Unequal Treatment in Juvenile Courts
Critics say girl offenders languish in system designed for, and overwhelmed by, boys
ST. CHARLES, MO.
When Mia was 15, her mother kicked her out of the house. She called a child-abuse hotline and ended up back home. The next year, after enduring physical abuse, Mia ran away from home. This time she was picked up by police and taken into state custody.
"Then I just went from group home to group home to group home without knowing what was going on," says the teenager, who is now living in a St. Charles, Mo., transitional home for teens.
Hundreds of runaway girls like Mia (not her real name) are languishing in a juvenile-court system designed for males and overwhelmed by violent boys. The result, say a growing number of critics, is a system that treats girls harsher for minor offenses.
In 1994, about 678,500 girls were arrested in the United States. The majority of this group was charged with "status offenses," such as running away, truancy, curfew violations, or underage drinking - behaviors that are only illegal when committed by a juvenile.
"Historically, the concept of a juvenile delinquent has been stereotyped as a male," says James Braun, president of Youth in Need, a nonprofit group in St. Charles, Mo. And the majority of violent offenses are still committed by boys. Only 14 percent of young people arrested for violent offenses in 1994 were girls, according to the FBI.
Yet girls are being treated more harshly than boys for lesser offenses, according to a new study from the nonprofit group Girls Inc. and the US Justice Department's Office of Juvenile Justice and Delinquency Prevention. Girls are more than twice as likely to be detained before a hearing and are detained three to five times longer than boys.
"Given the [lack of] severity of the offenses for which girls are arrested, the reliance on institutionalization is shocking," says Meda Chesney-Lind, author of "Girls, Delinquency, and Juvenile Justice."
Regina Montoya, national president of Girls Inc., blames a "paternalistic double standard."
"You've got girls who are in for status offenses who are being treated very, very harshly in programs designed for the problems that boys have," she says.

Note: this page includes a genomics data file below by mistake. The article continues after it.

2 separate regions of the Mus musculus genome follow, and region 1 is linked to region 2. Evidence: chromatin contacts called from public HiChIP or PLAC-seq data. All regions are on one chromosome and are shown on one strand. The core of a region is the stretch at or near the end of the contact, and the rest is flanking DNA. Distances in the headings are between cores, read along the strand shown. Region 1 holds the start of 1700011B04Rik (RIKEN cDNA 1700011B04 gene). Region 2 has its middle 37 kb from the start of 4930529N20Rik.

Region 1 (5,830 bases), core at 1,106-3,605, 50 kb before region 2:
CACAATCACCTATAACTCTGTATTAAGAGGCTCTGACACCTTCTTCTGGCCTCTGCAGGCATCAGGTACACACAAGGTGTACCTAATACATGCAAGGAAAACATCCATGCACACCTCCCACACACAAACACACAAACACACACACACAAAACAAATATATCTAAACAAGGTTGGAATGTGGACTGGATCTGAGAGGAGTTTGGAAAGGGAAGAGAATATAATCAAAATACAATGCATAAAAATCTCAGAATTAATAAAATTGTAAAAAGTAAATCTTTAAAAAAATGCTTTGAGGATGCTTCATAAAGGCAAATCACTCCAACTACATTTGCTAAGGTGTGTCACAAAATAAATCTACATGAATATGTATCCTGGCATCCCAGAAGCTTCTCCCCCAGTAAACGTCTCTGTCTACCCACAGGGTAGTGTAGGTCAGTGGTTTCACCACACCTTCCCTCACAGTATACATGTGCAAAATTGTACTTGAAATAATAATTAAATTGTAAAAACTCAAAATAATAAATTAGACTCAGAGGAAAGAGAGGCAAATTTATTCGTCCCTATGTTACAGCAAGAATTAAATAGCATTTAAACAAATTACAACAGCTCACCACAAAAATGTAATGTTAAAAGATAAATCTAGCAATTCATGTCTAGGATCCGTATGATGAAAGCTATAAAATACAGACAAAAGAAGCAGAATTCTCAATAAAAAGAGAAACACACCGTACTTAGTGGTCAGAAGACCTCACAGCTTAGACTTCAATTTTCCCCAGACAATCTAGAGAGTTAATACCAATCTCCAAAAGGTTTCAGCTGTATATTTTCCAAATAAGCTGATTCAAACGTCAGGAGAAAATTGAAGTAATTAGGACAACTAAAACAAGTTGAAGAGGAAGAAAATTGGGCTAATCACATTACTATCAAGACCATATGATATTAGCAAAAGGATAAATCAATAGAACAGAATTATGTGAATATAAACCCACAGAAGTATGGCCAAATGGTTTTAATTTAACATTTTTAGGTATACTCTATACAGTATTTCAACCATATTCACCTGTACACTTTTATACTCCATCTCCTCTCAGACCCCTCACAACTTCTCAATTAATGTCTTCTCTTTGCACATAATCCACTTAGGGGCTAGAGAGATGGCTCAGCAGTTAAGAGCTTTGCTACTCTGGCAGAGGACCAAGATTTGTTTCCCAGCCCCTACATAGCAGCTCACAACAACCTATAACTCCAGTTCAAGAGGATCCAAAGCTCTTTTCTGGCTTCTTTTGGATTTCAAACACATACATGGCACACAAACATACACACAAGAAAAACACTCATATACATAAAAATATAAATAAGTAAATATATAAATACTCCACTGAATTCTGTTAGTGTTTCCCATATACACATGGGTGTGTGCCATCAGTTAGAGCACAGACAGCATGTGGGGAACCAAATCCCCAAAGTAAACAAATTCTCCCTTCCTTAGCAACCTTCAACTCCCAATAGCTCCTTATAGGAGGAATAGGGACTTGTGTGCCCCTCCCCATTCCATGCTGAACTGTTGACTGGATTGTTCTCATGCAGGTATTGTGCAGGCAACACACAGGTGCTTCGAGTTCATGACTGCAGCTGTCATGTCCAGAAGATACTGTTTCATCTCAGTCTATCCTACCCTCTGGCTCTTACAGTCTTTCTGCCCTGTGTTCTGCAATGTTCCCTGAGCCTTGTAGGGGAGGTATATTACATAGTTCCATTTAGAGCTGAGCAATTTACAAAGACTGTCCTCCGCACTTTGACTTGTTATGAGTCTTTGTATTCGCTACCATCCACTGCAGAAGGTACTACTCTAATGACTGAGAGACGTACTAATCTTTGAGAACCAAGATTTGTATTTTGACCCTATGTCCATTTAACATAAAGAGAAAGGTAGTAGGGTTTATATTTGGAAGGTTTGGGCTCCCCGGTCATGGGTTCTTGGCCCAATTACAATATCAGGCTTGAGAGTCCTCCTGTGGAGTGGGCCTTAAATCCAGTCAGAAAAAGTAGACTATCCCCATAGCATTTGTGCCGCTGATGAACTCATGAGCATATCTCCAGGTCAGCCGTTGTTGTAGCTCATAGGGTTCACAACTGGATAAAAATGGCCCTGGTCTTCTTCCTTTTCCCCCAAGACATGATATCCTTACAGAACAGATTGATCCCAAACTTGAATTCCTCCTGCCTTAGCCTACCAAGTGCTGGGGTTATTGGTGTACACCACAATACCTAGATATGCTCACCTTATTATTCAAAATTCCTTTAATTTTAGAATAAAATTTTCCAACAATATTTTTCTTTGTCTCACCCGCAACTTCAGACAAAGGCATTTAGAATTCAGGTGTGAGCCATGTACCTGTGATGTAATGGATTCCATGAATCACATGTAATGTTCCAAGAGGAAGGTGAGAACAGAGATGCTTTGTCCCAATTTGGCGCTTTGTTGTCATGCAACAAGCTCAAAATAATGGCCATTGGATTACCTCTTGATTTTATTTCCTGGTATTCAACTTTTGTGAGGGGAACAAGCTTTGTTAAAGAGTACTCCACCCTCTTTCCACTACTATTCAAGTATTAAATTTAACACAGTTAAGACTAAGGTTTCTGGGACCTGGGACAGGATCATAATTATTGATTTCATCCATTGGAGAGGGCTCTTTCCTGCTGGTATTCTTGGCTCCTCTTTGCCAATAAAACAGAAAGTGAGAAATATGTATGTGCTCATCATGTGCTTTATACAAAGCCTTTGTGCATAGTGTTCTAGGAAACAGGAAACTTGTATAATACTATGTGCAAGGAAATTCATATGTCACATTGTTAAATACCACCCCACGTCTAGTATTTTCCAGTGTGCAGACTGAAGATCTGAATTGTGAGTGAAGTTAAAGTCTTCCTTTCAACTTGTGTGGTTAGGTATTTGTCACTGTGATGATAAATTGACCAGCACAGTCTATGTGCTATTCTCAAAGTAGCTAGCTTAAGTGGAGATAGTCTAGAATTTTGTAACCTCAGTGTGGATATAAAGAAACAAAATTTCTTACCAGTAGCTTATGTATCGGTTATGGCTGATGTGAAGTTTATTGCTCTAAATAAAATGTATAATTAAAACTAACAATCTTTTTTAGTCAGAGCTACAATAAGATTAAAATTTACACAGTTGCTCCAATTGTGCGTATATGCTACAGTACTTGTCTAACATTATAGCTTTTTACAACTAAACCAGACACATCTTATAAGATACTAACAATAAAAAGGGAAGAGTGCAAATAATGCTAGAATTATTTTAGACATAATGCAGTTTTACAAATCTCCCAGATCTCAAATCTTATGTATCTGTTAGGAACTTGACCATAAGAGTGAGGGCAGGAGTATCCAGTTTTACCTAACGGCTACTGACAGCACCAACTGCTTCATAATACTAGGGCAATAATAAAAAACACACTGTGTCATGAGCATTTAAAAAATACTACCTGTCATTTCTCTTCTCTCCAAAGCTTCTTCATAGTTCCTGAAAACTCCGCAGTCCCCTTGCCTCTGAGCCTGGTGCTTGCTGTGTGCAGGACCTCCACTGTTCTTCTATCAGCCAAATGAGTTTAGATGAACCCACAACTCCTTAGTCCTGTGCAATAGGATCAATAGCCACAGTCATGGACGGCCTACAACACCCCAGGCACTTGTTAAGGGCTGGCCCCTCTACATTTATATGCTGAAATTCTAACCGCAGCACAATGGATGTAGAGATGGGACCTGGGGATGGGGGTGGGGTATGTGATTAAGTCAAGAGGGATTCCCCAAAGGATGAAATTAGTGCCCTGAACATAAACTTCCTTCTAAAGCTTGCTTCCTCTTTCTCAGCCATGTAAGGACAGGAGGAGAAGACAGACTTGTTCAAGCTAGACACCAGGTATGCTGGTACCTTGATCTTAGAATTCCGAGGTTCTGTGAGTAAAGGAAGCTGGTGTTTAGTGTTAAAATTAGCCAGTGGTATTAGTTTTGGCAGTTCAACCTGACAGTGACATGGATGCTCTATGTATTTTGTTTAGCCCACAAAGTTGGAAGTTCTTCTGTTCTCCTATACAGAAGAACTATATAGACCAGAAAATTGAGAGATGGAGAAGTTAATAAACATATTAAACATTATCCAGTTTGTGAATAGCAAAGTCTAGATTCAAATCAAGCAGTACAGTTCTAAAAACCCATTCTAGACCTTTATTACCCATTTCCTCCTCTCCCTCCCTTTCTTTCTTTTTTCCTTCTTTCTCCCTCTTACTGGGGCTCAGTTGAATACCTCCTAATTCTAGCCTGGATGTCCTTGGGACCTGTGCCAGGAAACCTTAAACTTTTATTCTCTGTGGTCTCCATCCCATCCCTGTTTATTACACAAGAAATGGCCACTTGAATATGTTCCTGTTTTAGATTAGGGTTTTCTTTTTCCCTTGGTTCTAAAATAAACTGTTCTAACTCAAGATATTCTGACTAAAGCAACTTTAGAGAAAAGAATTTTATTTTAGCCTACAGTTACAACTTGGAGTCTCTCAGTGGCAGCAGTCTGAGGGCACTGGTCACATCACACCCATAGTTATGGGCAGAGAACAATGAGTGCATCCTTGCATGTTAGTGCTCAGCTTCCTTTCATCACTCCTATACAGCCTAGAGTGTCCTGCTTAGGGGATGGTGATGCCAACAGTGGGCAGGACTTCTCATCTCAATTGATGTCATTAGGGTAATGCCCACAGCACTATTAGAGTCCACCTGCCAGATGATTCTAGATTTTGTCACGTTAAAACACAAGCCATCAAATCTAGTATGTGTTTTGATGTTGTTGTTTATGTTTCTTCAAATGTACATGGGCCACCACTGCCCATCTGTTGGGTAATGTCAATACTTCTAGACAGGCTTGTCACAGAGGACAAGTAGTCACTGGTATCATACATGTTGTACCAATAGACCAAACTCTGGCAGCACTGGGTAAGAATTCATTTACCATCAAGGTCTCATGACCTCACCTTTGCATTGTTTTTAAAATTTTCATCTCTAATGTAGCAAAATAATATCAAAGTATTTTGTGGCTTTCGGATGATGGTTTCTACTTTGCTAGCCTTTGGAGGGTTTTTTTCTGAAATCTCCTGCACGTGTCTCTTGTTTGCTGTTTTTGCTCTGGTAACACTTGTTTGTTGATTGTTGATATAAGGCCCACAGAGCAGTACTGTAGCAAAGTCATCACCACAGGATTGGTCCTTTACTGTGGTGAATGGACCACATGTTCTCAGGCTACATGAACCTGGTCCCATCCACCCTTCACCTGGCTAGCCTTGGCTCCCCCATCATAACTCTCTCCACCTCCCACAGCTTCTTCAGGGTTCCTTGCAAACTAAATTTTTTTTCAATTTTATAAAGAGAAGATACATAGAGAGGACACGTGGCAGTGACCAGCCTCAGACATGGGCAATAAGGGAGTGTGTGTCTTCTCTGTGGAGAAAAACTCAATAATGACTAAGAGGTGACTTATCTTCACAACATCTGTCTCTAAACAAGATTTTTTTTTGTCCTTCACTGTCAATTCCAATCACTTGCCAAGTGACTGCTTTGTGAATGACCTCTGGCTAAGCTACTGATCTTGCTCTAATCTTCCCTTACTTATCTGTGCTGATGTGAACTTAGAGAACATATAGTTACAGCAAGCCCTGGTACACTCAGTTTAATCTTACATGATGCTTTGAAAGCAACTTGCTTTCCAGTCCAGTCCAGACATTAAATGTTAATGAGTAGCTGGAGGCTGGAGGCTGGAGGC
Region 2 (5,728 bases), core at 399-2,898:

The courts have a tendency to put girls in protective custody "for their own protection" when that is not the case with boys, agrees Mr. Braun.
Once they are in the court system, girls also have fewer placement options. About 37 percent of public juvenile-justice facilities are male-only. Another 57 percent serve boys and girls. But only 6 percent are specially designed for females.
Girls Inc. is pushing for more single-sex treatment programs for girls. "There just isn't enough being done for the girls," Ms. Montoya says. "You can't have a one-size-fits-all approach to these programs."
From the beginning, however, the juvenile-court system was designed for males. "The image that has always haunted the juvenile-justice system is that of the delinquent boy," Ms. Chesney-Lind says. "But the exclusive preoccupation with the delinquent boy is not justified, given the number of girls in the system."
And those numbers are growing. Between 1989 and '93, arrests of girls rose by 23 percent, double the increase for boys, according to the National Center for Juvenile Justice. Arrests of young females for violent crimes increased by 125 percent from '85 to '94. The increase for boys during the same period was 67 percent.
Despite these statistics, "we've seen very little movement in funding for girls' programs," Chesney-Lind says. "Girls have problems that need to be addressed."
"For many girls, the juvenile-justice system is their last, best hope for rehabilitation," says Isabel Carter Stewart, executive director of Girls Inc. "We must make it responsive to their needs."
Responding to need
One way to do that is by addressing the common factors that often bring girls into the system, she argues. For example, the report found that up to 73 percent of young women in the juvenile courts have been victims of physical or sexual abuse. Yet there are relatively few programs focusing on this issue, Ms. Stewart says.
Such concerns are "well-founded," Braun says. But it's important to keep the problem in perspective, he adds.
"There has been a great deal of ground gained in the past 20 years," he says. "It wasn't that long ago when courts were regularly putting runaways in jails with adult criminals."
On the federal level, there is already a push to address gender bias in the juvenile-justice system. In 1992, amendments to the Juvenile Justice and Delinquency Prevention Act provided challenge grant funding to states prohibiting gender bias in the treatment of juvenile offenders. So far, 23 states have taken advantage of the funding.
"There are sets of conversations going on now around the country about girls in juvenile justice," Chesney-Lind says. "Before, it had always been an unasked question."